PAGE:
Traffic spike after Obama speech crashes Congress members’ websites
WASHINGTON — With the United States poised on the brink of a potential default, President Barack Obama appealed to Americans to “make your voice heard” to members of Congress.
They appear to have listened.
Heavy traffic caused a number of websites of members of Congress to crash overnight and the congressional switchboard was deluged with phone calls on Tuesday.
The websites of several members of the House of Representatives and Senate, both Democrat and Republican, were sluggish or simply unavailable, apparently due to the greater than usual volume of visitors.
Attempts to visit the websites of several members of the House were met with the message “the site you requested is currently unavailable” while the sites of a number of senators were slow to load.
The House switchboard sent an internal email to members of the body saying that due to “high volume of external calls” House telephone circuits were “near capacity resulting in outside callers occasionally getting busy signals.”
Dan Weiser, communications director for the Chief Administrative Officer of the House, said around 35,000 phone calls had been received for members of the chamber between 10:00 am and 11:00 am.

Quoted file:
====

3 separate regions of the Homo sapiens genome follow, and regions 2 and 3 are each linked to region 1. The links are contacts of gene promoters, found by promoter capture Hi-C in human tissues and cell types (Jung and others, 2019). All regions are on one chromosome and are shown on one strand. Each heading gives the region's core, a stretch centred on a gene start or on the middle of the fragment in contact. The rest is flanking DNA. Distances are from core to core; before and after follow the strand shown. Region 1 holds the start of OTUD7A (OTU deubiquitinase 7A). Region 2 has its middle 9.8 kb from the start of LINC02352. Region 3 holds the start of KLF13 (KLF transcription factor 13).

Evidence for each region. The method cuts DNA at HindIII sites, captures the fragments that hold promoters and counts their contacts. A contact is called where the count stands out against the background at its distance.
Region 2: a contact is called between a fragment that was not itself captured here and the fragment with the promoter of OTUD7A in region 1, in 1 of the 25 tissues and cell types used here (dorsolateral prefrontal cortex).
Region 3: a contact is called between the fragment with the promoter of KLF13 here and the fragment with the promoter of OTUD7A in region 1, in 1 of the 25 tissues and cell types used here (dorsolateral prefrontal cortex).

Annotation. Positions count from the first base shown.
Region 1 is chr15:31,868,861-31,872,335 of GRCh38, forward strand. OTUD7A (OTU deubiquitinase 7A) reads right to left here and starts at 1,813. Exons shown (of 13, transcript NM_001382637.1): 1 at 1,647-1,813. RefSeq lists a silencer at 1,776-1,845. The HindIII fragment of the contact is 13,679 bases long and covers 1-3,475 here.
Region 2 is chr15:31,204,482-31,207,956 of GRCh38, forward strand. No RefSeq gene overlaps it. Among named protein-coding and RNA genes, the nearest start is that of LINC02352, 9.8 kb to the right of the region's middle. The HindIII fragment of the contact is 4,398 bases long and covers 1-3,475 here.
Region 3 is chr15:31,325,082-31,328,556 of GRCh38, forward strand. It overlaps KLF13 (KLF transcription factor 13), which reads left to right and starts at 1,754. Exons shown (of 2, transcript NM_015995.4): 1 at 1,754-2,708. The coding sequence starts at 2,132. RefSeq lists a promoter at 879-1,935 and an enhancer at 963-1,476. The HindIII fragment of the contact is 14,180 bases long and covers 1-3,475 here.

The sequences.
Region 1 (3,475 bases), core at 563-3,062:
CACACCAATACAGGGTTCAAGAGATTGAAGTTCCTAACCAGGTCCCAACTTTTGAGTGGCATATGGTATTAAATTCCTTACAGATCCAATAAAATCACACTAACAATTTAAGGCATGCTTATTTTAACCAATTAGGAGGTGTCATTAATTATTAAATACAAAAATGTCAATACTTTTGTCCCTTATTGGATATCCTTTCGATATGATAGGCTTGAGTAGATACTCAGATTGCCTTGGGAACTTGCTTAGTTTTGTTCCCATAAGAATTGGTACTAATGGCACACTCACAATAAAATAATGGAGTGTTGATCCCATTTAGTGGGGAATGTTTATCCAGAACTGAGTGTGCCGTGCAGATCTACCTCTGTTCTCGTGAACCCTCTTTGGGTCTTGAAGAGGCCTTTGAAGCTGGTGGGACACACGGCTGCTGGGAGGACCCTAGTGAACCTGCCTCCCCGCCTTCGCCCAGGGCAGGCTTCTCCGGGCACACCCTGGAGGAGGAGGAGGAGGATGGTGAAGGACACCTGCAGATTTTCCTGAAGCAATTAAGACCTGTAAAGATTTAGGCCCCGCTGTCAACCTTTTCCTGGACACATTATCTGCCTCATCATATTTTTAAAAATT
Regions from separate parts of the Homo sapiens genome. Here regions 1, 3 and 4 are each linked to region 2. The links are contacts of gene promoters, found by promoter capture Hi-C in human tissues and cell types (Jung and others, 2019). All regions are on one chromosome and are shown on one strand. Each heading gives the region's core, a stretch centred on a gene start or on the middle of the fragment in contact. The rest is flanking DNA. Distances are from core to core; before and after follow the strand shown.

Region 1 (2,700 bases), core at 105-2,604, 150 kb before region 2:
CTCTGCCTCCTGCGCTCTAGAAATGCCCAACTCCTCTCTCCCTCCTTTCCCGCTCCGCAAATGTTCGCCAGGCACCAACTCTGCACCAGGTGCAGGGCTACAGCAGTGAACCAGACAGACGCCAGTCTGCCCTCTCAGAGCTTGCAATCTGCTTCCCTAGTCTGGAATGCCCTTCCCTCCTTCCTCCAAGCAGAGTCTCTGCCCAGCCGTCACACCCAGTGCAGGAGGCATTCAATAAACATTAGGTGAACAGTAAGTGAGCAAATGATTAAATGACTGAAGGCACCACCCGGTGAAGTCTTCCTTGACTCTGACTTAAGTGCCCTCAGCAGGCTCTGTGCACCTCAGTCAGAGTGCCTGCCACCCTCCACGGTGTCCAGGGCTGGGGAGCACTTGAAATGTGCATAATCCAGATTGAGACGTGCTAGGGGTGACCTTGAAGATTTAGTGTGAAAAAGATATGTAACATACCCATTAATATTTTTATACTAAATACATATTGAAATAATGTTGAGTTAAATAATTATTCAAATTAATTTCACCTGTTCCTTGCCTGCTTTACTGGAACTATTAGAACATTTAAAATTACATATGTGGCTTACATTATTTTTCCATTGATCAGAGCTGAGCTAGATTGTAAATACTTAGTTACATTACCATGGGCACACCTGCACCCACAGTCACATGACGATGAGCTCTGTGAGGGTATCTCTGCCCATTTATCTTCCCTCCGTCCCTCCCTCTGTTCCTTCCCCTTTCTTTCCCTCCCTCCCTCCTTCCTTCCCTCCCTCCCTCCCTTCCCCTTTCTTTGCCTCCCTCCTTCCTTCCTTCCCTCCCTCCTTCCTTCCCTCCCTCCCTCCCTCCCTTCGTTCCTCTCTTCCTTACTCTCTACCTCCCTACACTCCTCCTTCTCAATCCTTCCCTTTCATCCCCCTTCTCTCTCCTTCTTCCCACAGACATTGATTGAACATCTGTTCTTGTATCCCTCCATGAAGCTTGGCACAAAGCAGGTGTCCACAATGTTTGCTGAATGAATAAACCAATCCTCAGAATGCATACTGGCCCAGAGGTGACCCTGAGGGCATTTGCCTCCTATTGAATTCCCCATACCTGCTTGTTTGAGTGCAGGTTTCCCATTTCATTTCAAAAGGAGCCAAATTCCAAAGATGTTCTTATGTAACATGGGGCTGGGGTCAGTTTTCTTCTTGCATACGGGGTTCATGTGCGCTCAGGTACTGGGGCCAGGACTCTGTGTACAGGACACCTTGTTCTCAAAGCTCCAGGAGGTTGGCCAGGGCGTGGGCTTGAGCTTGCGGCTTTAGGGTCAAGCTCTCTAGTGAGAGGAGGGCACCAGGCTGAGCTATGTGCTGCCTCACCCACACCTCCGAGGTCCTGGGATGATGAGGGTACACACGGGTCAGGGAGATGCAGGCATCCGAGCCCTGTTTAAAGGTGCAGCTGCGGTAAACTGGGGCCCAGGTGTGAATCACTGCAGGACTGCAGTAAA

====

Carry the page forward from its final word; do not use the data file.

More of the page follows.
“Our peak today was between noon and 1:00 when we received 40,000 phone calls,” Weiser said. “A normal number of phone calls in an hour is about 20,000. There’s certainly been more than normal.”
Weiser also told AFP that House websites which experienced loading issues following Obama’s speech were hosted by private vendors and not by the House itself.
The office of Senator Bill Nelson, a Democrat from Florida, said Tuesday it had received “hundreds of calls” about the president’s speech.
“Most folks just want Congress to act, and Senator Nelson agrees,” his office said in a statement. “He believes the president was right in saying both political parties bear responsibility for running up the federal debt.”
In his speech Monday night, Obama said “the American people may have voted for divided government, but they didn’t vote for a dysfunctional government.
“So I’m asking you all to make your voice heard,” Obama said. “If you want a balanced approach to reducing the deficit, let your member of Congress know.
“If you believe we can solve this problem through compromise, send that message,” Obama said.